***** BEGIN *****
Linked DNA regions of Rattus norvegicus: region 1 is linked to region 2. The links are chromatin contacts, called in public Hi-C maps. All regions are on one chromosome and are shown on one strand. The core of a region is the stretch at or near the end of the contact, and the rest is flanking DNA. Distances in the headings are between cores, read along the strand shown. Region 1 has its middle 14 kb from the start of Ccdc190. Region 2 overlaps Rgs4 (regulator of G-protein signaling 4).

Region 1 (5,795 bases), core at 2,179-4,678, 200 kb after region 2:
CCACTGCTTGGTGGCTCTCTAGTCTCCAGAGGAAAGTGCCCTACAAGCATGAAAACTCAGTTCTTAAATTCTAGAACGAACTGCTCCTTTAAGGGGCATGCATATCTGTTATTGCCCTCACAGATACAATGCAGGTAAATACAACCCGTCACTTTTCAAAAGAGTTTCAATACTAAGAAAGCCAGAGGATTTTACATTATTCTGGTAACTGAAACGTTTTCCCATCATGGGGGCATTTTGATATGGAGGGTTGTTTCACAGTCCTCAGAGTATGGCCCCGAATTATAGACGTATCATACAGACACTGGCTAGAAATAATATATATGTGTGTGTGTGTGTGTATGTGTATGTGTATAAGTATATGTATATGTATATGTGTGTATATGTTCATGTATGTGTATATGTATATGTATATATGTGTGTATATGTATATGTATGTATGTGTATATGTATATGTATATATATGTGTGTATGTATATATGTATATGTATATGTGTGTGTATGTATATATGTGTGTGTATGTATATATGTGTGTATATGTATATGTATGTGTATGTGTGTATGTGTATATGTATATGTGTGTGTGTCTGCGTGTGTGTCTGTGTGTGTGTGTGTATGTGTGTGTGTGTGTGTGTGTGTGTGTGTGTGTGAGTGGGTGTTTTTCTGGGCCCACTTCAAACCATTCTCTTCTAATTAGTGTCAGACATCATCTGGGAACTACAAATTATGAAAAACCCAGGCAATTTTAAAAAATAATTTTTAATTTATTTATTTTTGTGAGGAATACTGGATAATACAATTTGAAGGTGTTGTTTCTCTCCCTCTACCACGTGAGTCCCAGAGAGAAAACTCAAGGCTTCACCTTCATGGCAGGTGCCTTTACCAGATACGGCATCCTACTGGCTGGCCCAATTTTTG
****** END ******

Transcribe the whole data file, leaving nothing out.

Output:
Linked DNA regions of Rattus norvegicus: region 1 is linked to region 2. The links are chromatin contacts, called in public Hi-C maps. All regions are on one chromosome and are shown on one strand. The core of a region is the stretch at or near the end of the contact, and the rest is flanking DNA. Distances in the headings are between cores, read along the strand shown. Region 1 has its middle 14 kb from the start of Ccdc190. Region 2 overlaps Rgs4 (regulator of G-protein signaling 4).

Region 1 (5,795 bases), core at 2,179-4,678, 200 kb after region 2:
CCACTGCTTGGTGGCTCTCTAGTCTCCAGAGGAAAGTGCCCTACAAGCATGAAAACTCAGTTCTTAAATTCTAGAACGAACTGCTCCTTTAAGGGGCATGCATATCTGTTATTGCCCTCACAGATACAATGCAGGTAAATACAACCCGTCACTTTTCAAAAGAGTTTCAATACTAAGAAAGCCAGAGGATTTTACATTATTCTGGTAACTGAAACGTTTTCCCATCATGGGGGCATTTTGATATGGAGGGTTGTTTCACAGTCCTCAGAGTATGGCCCCGAATTATAGACGTATCATACAGACACTGGCTAGAAATAATATATATGTGTGTGTGTGTGTGTATGTGTATGTGTATAAGTATATGTATATGTATATGTGTGTATATGTTCATGTATGTGTATATGTATATGTATATATGTGTGTATATGTATATGTATGTATGTGTATATGTATATGTATATATATGTGTGTATGTATATATGTATATGTATATGTGTGTGTATGTATATATGTGTGTGTATGTATATATGTGTGTATATGTATATGTATGTGTATGTGTGTATGTGTATATGTATATGTGTGTGTGTCTGCGTGTGTGTCTGTGTGTGTGTGTGTATGTGTGTGTGTGTGTGTGTGTGTGTGTGTGTGTGAGTGGGTGTTTTTCTGGGCCCACTTCAAACCATTCTCTTCTAATTAGTGTCAGACATCATCTGGGAACTACAAATTATGAAAAACCCAGGCAATTTTAAAAAATAATTTTTAATTTATTTATTTTTGTGAGGAATACTGGATAATACAATTTGAAGGTGTTGTTTCTCTCCCTCTACCACGTGAGTCCCAGAGAGAAAACTCAAGGCTTCACCTTCATGGCAGGTGCCTTTACCAGATACGGCATCCTACTGGCTGGCCCAATTTTTG